This is about a Brumance.
As a freshman at Ohio University in 1978, walking down the dorm hall, I heard it. A guitar rip that stopped me in my tracks.
My RA’s door was open. I asked, “Who’s that?”
It was Bruce Springsteen, and it was Born to Run. It was the album, but more importantly to my music future, it was “Born to Run,” the song.
I’d heard of him, but didn’t know him. I do now, nearly 40 years later, at least as much as a fan can know someone she’s never met.
I’ve collected just about every song he’s recorded, probably twice, starting with LPs and moving through to MP3s. The iTunes library says 1,000-plus. Duplicates? Sure — studio albums, live shows, with E Street and solo Bruce. I never get bored.
I was always a music kind of person, not so much into lyrics. Give me a beat and put me on the dance floor. That changed with Bruce.
He’s a storyteller. Serious, lighthearted, deep, whimsical, fun, and most very personal — a personal that can relate to anyone’s life. Struggles, disappointments, searching, success, love and loss.
He writes about the transformation of his music in his autobiography, “Born to Run.” The man was driven from an early age; he’s still driven and admittedly somewhat of a control freak. It’s worked for him as he’s molded his music and career into a vision he’s had since he picked up a guitar at age 12 thanks to Elvis and The Beatles and The Stones.
He’s transitioned well into his later years (he’s 67). His stories change and reflect a different time in his life and ours. Perspectives change, and so goes his music.
I’ve seen Bruce in concert 16 times (peanuts when compared to some fans who hit the 100 mark or more); it’s not a concert, it’s an experience. Nearly four hours every time of boot-stomping entertainment — fan or not, it’s a good time, a great show.
My first Bruce concert was in 1979 in Cincinnati. Four of us loaded into my car at 3 in the afternoon, road-tripped to Cinci, had our “experience,” road-tripped back to Athens at midnight and still made it to our 8 a.m. classes.
My favorite concert of the 16 was during the Born in the USA tour in 1985, he played in Cleveland Stadium. I was 14 or 15 rows back from the stage, standing, jumping and dancing on top of my chair. I swear I caught a couple of the man’s sweat beads. I was in Springsteen heaven.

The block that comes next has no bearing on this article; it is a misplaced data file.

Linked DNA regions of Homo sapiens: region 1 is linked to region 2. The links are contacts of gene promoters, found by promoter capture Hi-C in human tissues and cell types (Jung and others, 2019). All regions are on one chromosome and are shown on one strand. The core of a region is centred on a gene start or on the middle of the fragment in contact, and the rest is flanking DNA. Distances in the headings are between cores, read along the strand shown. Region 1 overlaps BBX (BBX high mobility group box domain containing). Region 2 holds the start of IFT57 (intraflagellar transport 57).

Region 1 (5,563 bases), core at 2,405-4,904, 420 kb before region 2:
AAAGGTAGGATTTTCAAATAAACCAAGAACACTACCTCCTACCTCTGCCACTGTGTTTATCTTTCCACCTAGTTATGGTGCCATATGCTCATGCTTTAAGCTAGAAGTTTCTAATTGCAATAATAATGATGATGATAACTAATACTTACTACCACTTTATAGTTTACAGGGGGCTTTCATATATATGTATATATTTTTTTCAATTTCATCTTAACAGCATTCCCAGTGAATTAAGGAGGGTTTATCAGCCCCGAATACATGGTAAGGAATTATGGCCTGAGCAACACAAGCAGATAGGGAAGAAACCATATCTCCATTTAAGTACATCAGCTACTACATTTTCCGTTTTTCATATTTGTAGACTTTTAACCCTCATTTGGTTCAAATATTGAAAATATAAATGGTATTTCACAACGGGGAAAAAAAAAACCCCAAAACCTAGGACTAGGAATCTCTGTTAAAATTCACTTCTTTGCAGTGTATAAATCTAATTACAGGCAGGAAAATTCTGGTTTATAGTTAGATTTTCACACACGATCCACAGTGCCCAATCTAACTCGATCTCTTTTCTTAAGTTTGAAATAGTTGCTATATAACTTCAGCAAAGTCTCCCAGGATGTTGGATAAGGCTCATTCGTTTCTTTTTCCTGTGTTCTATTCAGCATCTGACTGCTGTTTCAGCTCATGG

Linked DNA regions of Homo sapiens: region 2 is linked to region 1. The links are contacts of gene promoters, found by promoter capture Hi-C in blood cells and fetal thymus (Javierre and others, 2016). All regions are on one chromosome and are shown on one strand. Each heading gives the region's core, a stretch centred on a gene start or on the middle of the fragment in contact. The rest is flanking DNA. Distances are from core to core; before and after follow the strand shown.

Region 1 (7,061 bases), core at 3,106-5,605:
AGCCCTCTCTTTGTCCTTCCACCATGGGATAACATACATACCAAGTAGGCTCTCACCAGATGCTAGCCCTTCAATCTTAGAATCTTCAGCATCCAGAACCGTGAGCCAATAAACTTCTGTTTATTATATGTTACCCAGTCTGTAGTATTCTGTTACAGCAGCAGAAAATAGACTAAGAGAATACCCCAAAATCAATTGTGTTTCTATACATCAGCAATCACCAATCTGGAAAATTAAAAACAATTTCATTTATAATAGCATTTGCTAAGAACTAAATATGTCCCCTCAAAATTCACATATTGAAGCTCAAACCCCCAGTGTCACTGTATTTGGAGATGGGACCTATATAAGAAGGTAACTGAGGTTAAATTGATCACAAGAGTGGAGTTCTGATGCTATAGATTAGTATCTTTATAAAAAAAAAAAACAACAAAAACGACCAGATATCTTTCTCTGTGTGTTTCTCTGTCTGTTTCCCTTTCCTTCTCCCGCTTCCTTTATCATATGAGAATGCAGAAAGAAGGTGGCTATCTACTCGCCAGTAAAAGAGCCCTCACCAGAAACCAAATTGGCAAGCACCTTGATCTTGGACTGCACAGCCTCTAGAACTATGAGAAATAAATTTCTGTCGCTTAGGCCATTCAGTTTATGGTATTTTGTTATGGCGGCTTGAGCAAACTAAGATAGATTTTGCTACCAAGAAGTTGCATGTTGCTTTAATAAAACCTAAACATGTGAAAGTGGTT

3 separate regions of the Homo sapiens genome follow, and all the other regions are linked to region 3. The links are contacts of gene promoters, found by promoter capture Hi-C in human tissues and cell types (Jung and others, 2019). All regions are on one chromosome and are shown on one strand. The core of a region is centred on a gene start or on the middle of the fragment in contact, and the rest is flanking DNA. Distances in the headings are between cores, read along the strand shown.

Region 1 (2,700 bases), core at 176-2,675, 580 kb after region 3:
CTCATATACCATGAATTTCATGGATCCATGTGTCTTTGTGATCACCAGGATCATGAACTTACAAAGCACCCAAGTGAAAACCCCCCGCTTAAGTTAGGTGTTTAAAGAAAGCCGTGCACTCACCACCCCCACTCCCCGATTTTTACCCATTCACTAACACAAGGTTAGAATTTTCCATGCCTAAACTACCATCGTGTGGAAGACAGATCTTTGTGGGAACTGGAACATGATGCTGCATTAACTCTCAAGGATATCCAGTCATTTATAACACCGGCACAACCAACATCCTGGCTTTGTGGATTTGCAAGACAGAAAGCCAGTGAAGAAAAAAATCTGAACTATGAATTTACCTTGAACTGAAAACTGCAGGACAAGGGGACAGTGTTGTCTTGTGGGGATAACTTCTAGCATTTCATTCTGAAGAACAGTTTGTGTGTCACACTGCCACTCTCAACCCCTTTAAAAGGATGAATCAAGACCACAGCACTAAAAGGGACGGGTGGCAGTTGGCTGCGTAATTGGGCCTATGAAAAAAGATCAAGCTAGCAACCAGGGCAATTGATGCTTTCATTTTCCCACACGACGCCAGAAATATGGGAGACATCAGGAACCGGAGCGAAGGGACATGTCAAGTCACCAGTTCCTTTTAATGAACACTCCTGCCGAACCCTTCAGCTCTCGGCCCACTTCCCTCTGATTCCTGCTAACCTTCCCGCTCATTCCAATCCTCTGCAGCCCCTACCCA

He’s said many times each show is a first and it’s his job to make every moment count for the audience. He more than delivers.
During “Born to Run” everyone in the audience is standing, singing, screaming. We take over; Bruce and the band are drowned out.
More Bruce and the band concerts? I sure hope so. I have a good feeling about next fall for some reason. He’s headed Down Under in January. I’m hoping for a U.S. tour later; the stage is his home.
It’s hard to pick favorites, but if I was one of E Street Radio’s guest DJs, you’d hear:
— “Backstreets:” He writes a heartbreaking song about losing a love and a friend (“And after all this time, to find we’re just like all the rest, Stranded on the backstreets … Where we swore forever friends, On the backstreets until the end”)
— “Badlands:” He sings about hope in desolate time (“For the ones who had a notion, A notion deep inside, That it ain’t no sin to be glad you’re alive”)
— “The Rising:” Reflecting on 9/11 (“Sky of blackness and sorrow, Sky of love, sky of tears, Sky of glory and sadness, Sky of mercy, sky of fear)
— Just because I like the dark and dirty beat, “Harry’s Place,” a story about gangsters hanging out in a bar and drug den.
— “Brilliant Disguise:” (“We stood together at the alter; the gypsy swore our future was bright; But come the wee wee hours; We maybe the gypsy lied”)
— “She’s the One:” The instrumentals are raw and powerful. (“But there’s this angel in her eyes; That tell such desperate lies; All you wanna do is believe her”)
— “We are Alive:” “(We are alive; And though we lie alone here in the dark; Our souls will rise; To carry the fire and light the spark; To fight shoulder to shoulder and heart to heart; Let your mind rest easy; Sleep well my friend; It’s only our bodies that betray us in the end”)
— “Blood Brothers:” “We stood side by side each one fightin’ for the other; We said until we died we’d always be blood brothers ; Now the hardness of this world slowly grinds your dreams away; Makin’ a fool’s joke out of the promises we make”)
— And, circling back to what started this all in a dorm hallway, “Born to Run:” (“I want to guard your dreams and visions, … Together we could break this trap, We’ll run till we drop, baby we’ll never go back … The highway’s jammed with broken heroes on a last chance power drive, Everybody’s out on the run tonight; But there’s no place left to hide, Some day girl (Wendy) I don’t know when, We’re gonna get to that place, Where we really wanna go, And we’ll walk in the sun, But till then tramps like us, Baby we were born to run.”
I’ve never had the courage to take my life “out on the run tonight,” but Bruce takes me on a ride every time I hit the play button.
p.s. Bruce, if you happen to see this and are of a mind to help make a check mark on someone’s bucket list, I’d have the courage and be honored to shake your hand, and maybe offer a hug. My list has only one line, and your name is on it.
p.s.s. Jeanine didn’t talk about my favorite Bruce song, “Death to My Hometown.” – Bobby